BA in union talks to suspend around 32,000 staff - source

Parent IAG decides to cancel €337m dividend in blow to investors

British Airways Boeing 747 aircraft parked at Bournemouth airport after the airline reduced flights amid travel restrictions and a huge drop in demand as a result of the coronavirus pandemic. Photograph: Andrew Matthews/PA Wire

British Airways Boeing 747 aircraft parked at Bournemouth airport after the airline reduced flights amid travel restrictions and a huge drop in demand as a result of the coronavirus pandemic. Photograph: Andrew Matthews/PA Wire

 

Aer Lingus’ sister airline British Airways is in talks with its union about a plan to suspend around 32,000 staff, a person familiar with the situation said, marking one of the industry’s most dramatic moves yet to survive the coronavirus pandemic.

Having already agreed a 50 per cent pay cut for its pilots, the British flag carrier is now nearing agreement on a deal to suspend around 80 per cent of its cabin and ground crew, engineers and office staff to see it through the worst crisis in its history.

Owned by IAG, the parent of Aer Lingus and one of the largest and most financially robust airline companies in the world, British Airways has already said it is in a fight for survival.

“The deal is not done yet,” the source said.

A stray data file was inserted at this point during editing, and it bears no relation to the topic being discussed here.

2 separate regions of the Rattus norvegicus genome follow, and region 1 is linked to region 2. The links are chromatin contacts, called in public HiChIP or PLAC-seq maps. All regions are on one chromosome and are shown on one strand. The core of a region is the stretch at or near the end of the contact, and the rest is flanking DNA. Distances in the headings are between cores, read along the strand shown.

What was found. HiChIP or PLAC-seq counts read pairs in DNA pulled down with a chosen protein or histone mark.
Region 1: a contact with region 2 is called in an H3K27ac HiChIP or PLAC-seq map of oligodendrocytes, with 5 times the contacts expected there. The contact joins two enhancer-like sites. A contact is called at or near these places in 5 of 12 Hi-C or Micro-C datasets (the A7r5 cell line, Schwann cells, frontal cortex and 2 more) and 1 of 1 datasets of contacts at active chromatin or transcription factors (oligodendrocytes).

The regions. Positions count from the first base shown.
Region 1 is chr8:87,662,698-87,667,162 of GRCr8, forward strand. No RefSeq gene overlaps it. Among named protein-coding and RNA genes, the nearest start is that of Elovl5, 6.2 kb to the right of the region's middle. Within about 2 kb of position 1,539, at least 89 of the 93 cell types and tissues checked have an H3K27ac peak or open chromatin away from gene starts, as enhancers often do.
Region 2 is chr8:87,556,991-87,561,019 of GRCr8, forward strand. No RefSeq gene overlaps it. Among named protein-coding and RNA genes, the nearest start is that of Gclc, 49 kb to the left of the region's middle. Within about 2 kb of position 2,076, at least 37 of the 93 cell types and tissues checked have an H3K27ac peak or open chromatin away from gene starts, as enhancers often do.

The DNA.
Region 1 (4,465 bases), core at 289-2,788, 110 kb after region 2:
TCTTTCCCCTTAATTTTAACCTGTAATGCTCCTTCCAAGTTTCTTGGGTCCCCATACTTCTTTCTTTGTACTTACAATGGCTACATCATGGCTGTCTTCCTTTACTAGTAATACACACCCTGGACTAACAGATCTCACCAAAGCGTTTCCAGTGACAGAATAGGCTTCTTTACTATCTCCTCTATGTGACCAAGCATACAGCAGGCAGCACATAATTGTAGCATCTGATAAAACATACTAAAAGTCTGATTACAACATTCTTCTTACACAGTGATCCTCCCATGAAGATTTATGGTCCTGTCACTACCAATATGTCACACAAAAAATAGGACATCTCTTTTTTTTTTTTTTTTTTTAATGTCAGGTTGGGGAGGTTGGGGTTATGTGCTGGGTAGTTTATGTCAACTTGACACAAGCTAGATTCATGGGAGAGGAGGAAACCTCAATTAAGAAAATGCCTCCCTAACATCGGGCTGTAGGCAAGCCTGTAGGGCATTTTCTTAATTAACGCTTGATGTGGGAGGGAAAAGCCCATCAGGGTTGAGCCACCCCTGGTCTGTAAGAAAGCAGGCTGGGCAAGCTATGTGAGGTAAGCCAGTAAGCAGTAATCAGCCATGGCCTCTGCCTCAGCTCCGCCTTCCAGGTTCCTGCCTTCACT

Separately, on Thursday IAG cancelled its final dividend, saving €337 million. The company’s shares had risen on the jobs plan, but was down 0.5 per cent after the dividend decision.

Hundreds of companies across a range of sectors have scrapped dividends to conserve cash, but the move by IAG marks a particular blow for investors because it was the third highest yielding stock by dividend on the UK’s benchmark FTSE 100.

With planes unable to fly because of travel restrictions, compounded by a plunge in demand over fears of contagion, airlines worldwide have grounded most of their fleets, and many have said they need government support to survive.

BA has joined the global industry race to conserve cash. In recent weeks Qantas Airways put two-thirds of its workforce – 20,000 workers – on leave, while Lufthansa applied for short-time work for around 31,000 crew and ground staff at its core brand until the end of August.US airlines are set to receive $25 billion in grants to cover payrolls over the next six months,

The companies are trying to avoid making staff redundant so they can respond quickly to any increase in capacity when a recovery comes.

IAG, which owns 598 aircraft across its network which, apart from Aer Lingus, also includes Iberia and Vueling, is cutting capacity by 75 per cent in April and May. – Reuters